Nicola Sturgeon has said the Prime Minister’s arrival in Scotland will boost the independence campaign.
Johnson touched down at Kirkwall Airport in Orkney just after 10am on Thursday.
Ahead of the visit, he hailed the “sheer might” of the UK Government, which he said had saved 900,000 Scottish jobs during the coronavirus pandemic.
The PM will visit businesses affected by lockdown, but has no plans to meet the First Minister during the trip.
Sturgeon tweeted that his presence showed how Scotland has “its future decided by politicians we didn’t vote for, taking us down a path we haven’t chosen”.
Johnson arrived in Scotland ahead of his one-year anniversary as Prime Minister on Friday.
It’s his first visit north of the border since the general election in December.
Ahead of the visit, the Prime Minister said: “When I stood on the steps of Downing Street one year ago, I pledged to be a Prime Minister for every corner of the United Kingdom.
“Whether you are from East Kilbride or Dumfries, Motherwell or Paisley, I promised to level up across Britain and close the opportunity gap.
“The last six months have shown exactly why the historic and heartfelt bond that ties the four nations of our country together is so important and the sheer might of our union has been proven once again.”
The Prime Minister’s visit comes after a surge in support for Scottish independence in recent months, according to polls, with two Panelbase surveys reporting 54% of respondents would like to see Scotland split from the UK.
The same polls predicted the SNP will win a majority of seats in the Scottish Parliament at next year’s election.
Then prime minister David Cameron agreed to stage the independence vote in 2014 after the SNP won a majority at Holyrood in the 2011 election, but Mr Johnson has repeatedly ruled out another referendum.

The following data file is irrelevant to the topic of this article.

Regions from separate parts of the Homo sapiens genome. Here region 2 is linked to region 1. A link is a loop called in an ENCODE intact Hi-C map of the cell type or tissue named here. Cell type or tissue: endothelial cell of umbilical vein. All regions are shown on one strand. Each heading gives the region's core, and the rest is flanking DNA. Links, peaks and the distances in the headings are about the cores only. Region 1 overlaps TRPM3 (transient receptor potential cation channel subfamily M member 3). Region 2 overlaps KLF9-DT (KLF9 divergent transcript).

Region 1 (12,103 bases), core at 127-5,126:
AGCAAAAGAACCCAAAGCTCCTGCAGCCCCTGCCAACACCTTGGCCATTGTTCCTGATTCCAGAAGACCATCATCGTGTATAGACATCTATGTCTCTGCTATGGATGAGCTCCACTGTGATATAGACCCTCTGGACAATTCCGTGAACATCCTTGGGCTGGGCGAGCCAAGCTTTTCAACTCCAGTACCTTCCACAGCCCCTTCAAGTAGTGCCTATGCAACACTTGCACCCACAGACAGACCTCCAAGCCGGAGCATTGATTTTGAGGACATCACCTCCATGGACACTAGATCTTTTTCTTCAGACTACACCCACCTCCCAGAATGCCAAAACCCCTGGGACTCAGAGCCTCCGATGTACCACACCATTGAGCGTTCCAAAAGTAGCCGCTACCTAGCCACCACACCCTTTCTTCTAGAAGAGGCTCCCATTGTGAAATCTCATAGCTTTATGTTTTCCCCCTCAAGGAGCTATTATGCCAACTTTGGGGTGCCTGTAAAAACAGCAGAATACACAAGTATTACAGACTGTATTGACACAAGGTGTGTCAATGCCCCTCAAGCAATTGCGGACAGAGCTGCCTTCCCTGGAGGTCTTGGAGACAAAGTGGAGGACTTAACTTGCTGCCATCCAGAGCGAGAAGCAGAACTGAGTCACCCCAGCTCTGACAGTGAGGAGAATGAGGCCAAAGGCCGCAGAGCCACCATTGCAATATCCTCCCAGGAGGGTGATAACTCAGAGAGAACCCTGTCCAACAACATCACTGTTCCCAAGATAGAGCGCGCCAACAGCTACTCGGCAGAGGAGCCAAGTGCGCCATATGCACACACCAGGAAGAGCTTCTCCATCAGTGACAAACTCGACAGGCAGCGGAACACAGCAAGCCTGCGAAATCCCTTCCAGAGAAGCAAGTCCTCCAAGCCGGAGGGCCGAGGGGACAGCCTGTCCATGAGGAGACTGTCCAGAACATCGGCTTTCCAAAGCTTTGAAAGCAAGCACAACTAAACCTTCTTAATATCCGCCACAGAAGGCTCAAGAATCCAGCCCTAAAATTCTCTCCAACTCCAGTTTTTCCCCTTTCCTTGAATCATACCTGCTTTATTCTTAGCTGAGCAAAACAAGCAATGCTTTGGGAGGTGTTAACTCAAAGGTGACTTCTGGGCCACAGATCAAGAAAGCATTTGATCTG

The Prime Minister praised the work of the armed forces in running mobile coronavirus testing centres in Scotland and providing air transfers support.
He added: “The UK Treasury stepped in to save the jobs of a third of Scotland’s entire workforce and kept the wolves at bay for tens of thousands of Scottish businesses.
“More than ever, this shows what we can achieve when we stand together, as one United Kingdom.”
Writing in The Times newspaper, he added that the coronavirus lockdown could have “spelled disaster for the country, an economic tsunami that washed away hundreds of thousands of Scottish jobs and saw countless businesses lost for ever below the waves”.
But he added: “It didn’t happen. Instead the Scotland I’m visiting today is a nation where a third of workers have had their jobs protected rather than being made redundant.
“Where shops, factories, pubs and more have still been there to return to as the lockdown eases. And where much needed wages were paid in communities across the country even as the doors of workplaces remained firmly bolted.”
Johnson said that showed the “power of our Union”, stating this was “only going to get more important as the world sails nervously into economic waters made alarmingly choppy by this unprecedented pandemic”.
The PM continued: “That doesn’t mean we should dismiss the Union as simply a lifeboat to which our four nations can cling in times of peril.
“Because our true strength is revealed not by our ability to weather storms but in the way that, since 1707, we time and again have bounced back from adversity and moved forwards together.
“And we will recover together once again now.”